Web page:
A qualified domestic trust is a very important estate planning tool if a couple is married and has property in the United States, but one of the spouses is not a United States citizen. If you are in a marriage and either you or your spouse is not a U.S. citizen, you should strongly consider creating a qualified domestic trust in order to avoid the potential that your estate will potentially be hit with a substantial tax bill.
Zimmer Law Firm can provide you with the help that you need to make a comprehensive estate plan, no matter what your personal or family situation. Our legal team has extensive experience assisting individuals and families who have complications to consider in the estate planning process, such as one of the spouses not being a U.S. citizen.
Give us a call to find out if you need a qualified domestic trust or if there are other legal tools that we can help you to use to make plans to protect your legacy.
What is a Qualified Domestic Trust?
A qualified domestic trust, or QDOT as it is also called, is a special type of trust that is defined in 26 U.S. Code section 2056A. The purpose of the trust is to make it possible for a person who is a United States citizen to pass on assets tax-free to a spouse who is not a citizen of the U.S.
If you are married, normally you are able to pass your entire estate onto your spouse without any federal estate tax being assessed. You can do this because the government assumes that when your spouse passes away, the government will simply collect the taxes on your estate at that time.
However, if your spouse is not a United States citizen, it is possible that your spouse could inherit and could then leave the United States and go back to the country where he or she is a citizen. This could result in the U.S. forever losing the opportunity to tax the assets if your spouse passes away while living in the foreign country.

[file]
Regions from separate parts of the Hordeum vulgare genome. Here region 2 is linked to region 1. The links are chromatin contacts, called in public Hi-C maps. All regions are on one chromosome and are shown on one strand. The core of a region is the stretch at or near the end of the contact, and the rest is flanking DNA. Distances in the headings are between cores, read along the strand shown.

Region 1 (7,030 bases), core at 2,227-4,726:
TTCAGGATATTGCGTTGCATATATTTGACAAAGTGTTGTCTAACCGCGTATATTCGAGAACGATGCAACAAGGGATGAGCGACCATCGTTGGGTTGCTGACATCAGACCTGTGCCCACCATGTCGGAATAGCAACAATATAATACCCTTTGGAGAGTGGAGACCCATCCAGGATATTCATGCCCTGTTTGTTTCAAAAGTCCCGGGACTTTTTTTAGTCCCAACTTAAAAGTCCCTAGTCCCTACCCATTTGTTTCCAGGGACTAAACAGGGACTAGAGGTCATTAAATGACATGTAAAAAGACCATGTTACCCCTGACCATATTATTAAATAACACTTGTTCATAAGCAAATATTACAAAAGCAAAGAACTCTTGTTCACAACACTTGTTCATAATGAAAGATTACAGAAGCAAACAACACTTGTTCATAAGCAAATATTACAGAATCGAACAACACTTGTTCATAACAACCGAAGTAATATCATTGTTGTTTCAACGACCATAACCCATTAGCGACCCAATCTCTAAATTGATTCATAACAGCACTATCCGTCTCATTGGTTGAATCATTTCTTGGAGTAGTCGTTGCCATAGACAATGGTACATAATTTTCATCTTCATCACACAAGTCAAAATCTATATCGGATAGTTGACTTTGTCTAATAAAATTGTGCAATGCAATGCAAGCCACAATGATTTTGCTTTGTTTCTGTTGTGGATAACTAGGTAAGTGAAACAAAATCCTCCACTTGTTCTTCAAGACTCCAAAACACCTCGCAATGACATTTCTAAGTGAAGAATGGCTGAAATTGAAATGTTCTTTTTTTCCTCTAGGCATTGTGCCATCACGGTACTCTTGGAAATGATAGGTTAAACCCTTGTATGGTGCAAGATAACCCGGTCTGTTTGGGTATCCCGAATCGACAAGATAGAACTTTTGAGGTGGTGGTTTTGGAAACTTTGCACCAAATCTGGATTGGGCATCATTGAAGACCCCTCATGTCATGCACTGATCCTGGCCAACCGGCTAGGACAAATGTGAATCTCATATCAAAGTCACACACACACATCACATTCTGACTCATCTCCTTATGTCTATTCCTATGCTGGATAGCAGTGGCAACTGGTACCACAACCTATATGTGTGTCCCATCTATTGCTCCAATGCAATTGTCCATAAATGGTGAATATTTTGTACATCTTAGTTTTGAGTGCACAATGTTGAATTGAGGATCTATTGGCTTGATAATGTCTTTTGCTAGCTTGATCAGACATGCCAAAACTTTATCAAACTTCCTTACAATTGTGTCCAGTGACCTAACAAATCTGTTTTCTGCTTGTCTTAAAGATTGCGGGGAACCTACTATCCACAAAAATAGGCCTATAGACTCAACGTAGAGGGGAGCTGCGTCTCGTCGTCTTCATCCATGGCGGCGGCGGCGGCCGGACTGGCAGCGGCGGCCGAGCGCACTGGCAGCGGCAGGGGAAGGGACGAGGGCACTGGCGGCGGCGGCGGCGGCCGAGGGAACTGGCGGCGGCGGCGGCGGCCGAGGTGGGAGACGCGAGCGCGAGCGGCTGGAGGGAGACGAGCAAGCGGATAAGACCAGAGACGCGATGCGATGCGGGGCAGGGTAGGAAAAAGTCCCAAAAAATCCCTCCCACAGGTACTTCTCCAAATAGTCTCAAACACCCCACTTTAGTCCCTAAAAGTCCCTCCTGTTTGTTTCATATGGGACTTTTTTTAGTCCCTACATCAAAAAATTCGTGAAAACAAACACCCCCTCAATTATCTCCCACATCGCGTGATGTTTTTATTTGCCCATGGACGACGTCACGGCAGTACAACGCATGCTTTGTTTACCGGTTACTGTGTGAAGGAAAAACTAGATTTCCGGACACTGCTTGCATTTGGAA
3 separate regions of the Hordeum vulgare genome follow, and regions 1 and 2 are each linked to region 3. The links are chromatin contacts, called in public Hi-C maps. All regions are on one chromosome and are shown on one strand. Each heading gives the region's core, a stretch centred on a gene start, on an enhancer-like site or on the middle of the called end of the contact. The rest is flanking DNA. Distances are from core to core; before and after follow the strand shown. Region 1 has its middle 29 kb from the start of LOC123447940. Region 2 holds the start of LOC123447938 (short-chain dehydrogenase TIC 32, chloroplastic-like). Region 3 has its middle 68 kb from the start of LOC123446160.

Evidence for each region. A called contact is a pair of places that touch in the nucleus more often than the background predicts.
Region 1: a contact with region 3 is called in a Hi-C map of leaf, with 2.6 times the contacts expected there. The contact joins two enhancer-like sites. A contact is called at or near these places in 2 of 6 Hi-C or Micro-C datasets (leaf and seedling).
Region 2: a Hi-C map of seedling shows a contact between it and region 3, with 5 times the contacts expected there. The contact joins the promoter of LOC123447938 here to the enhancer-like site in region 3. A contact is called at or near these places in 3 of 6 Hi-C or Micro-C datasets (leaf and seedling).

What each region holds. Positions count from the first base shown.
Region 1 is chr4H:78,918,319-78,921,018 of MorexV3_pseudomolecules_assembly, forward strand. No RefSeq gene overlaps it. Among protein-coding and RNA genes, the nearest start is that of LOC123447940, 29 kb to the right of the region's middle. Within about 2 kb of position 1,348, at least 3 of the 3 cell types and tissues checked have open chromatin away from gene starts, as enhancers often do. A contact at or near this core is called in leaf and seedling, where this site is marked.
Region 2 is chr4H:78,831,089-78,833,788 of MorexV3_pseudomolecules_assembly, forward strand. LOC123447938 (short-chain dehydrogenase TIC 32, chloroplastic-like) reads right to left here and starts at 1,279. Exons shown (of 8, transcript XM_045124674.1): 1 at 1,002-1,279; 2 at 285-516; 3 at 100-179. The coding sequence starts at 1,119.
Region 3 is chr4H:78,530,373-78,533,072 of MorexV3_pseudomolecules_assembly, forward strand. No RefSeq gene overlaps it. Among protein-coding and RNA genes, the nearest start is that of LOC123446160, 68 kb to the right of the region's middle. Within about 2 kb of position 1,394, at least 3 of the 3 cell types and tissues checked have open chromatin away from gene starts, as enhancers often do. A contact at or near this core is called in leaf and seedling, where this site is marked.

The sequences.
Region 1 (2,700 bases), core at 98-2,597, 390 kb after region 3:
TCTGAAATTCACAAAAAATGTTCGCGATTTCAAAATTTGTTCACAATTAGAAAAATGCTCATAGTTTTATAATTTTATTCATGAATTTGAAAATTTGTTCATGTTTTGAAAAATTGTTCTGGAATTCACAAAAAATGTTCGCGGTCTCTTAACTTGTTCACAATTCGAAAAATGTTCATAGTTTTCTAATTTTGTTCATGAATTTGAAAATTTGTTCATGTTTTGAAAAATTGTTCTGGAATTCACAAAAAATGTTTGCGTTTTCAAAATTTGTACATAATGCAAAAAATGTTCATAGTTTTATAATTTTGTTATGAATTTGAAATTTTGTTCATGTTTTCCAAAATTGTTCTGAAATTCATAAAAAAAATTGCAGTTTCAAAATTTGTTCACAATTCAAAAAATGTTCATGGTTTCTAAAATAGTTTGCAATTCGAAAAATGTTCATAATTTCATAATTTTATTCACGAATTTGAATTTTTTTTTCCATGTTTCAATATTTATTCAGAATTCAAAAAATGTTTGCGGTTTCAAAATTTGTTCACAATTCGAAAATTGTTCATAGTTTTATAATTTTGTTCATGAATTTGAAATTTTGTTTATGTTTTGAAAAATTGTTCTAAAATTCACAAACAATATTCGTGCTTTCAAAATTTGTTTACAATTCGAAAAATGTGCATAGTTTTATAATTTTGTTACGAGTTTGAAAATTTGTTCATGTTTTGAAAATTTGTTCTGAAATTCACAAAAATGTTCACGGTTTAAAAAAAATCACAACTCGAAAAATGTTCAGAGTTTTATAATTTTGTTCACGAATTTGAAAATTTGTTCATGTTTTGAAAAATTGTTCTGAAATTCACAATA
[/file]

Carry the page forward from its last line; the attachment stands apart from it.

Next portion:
A Qualified Domestic Trust was created to allow the assets to pass on to the owner tax free, but to make sure the U.S. is ultimately able to collect taxes. Estate taxes are collected on principal taken out of the trust and are collected on the balance of the trust after the death of the surviving spouse.
Do You Need a Qualified Domestic Trust?
You only need to worry about creating a qualified domestic trust if one spouse is not a United States citizen and if your estate could potentially be subject to estate tax if such a trust is not created.
Estate tax is not assessed by the federal government on all estates. You are allowed to transfer a certain amount of wealth to anyone you want (spouses, kids or others) as long as the estate does not exceed a certain value, called the exempt amount. As of 2017, you are allowed to transfer $5.49 million without taxes being assessed on the estate.
This means that many people simply do not have enough wealth to be subject to estate tax. However, if you do have a substantial amount of money or property, or if you have a valuable interest in a business, you could face a substantial estate tax bill that has to be paid out of your estate if you do not make plans to avoid this taxation.
A qualified domestic trust is a key part of your plan to allow you to avoid costly estate tax if you have a larger estate and you have a non-U.S. Citizen spouse who could inherit after your death.
Getting Help from A Cincinnati Trust and Estate Planning Lawyer
Zimmer Law Firm can assist you in the creation of a qualified domestic trust or in the creation of any other type of trust that you may need as a part of your estate plan. We know the ins-and-outs of legacy planning and we will help you to use the right legal tools to provide essential protections for your spouse, the people you love, and the causes that you care about.
To find out more about the ways in which our legal team can help you to control what happens to your estate and how we can help you to protect your wealth, join us for a free seminar. You can also give us a call at 513.721.1513 to get personalized assistance with trust creation and more. Give us a call today to get started.